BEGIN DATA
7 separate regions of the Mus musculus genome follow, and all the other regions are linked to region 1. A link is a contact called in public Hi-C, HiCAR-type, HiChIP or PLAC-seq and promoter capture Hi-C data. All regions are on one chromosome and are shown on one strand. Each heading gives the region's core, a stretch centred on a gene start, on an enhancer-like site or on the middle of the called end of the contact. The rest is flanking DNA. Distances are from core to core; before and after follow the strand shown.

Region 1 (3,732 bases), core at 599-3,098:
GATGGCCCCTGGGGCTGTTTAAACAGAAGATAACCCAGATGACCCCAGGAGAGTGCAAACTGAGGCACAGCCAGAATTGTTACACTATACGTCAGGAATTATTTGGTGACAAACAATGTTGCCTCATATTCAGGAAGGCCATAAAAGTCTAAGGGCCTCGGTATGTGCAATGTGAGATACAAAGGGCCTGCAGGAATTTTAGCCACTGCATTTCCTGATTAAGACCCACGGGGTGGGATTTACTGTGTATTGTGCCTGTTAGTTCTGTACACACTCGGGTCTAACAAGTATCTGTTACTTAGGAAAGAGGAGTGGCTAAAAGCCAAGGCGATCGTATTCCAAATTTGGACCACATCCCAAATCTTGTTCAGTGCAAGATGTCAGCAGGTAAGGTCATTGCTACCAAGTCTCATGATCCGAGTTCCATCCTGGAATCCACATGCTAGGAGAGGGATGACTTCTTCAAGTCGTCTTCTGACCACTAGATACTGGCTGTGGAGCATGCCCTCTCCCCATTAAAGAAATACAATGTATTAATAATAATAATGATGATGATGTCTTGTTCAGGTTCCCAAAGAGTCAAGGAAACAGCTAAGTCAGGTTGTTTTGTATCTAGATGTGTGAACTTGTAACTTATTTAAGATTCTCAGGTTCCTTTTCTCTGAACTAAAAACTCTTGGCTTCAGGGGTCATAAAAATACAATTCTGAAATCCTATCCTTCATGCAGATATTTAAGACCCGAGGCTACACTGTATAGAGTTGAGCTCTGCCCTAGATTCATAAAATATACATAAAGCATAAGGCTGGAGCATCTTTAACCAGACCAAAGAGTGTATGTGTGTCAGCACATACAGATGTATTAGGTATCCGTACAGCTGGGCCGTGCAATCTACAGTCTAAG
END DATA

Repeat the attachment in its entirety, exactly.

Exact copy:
7 separate regions of the Mus musculus genome follow, and all the other regions are linked to region 1. A link is a contact called in public Hi-C, HiCAR-type, HiChIP or PLAC-seq and promoter capture Hi-C data. All regions are on one chromosome and are shown on one strand. Each heading gives the region's core, a stretch centred on a gene start, on an enhancer-like site or on the middle of the called end of the contact. The rest is flanking DNA. Distances are from core to core; before and after follow the strand shown.

Region 1 (3,732 bases), core at 599-3,098:
GATGGCCCCTGGGGCTGTTTAAACAGAAGATAACCCAGATGACCCCAGGAGAGTGCAAACTGAGGCACAGCCAGAATTGTTACACTATACGTCAGGAATTATTTGGTGACAAACAATGTTGCCTCATATTCAGGAAGGCCATAAAAGTCTAAGGGCCTCGGTATGTGCAATGTGAGATACAAAGGGCCTGCAGGAATTTTAGCCACTGCATTTCCTGATTAAGACCCACGGGGTGGGATTTACTGTGTATTGTGCCTGTTAGTTCTGTACACACTCGGGTCTAACAAGTATCTGTTACTTAGGAAAGAGGAGTGGCTAAAAGCCAAGGCGATCGTATTCCAAATTTGGACCACATCCCAAATCTTGTTCAGTGCAAGATGTCAGCAGGTAAGGTCATTGCTACCAAGTCTCATGATCCGAGTTCCATCCTGGAATCCACATGCTAGGAGAGGGATGACTTCTTCAAGTCGTCTTCTGACCACTAGATACTGGCTGTGGAGCATGCCCTCTCCCCATTAAAGAAATACAATGTATTAATAATAATAATGATGATGATGTCTTGTTCAGGTTCCCAAAGAGTCAAGGAAACAGCTAAGTCAGGTTGTTTTGTATCTAGATGTGTGAACTTGTAACTTATTTAAGATTCTCAGGTTCCTTTTCTCTGAACTAAAAACTCTTGGCTTCAGGGGTCATAAAAATACAATTCTGAAATCCTATCCTTCATGCAGATATTTAAGACCCGAGGCTACACTGTATAGAGTTGAGCTCTGCCCTAGATTCATAAAATATACATAAAGCATAAGGCTGGAGCATCTTTAACCAGACCAAAGAGTGTATGTGTGTCAGCACATACAGATGTATTAGGTATCCGTACAGCTGGGCCGTGCAATCTACAGTCTAAG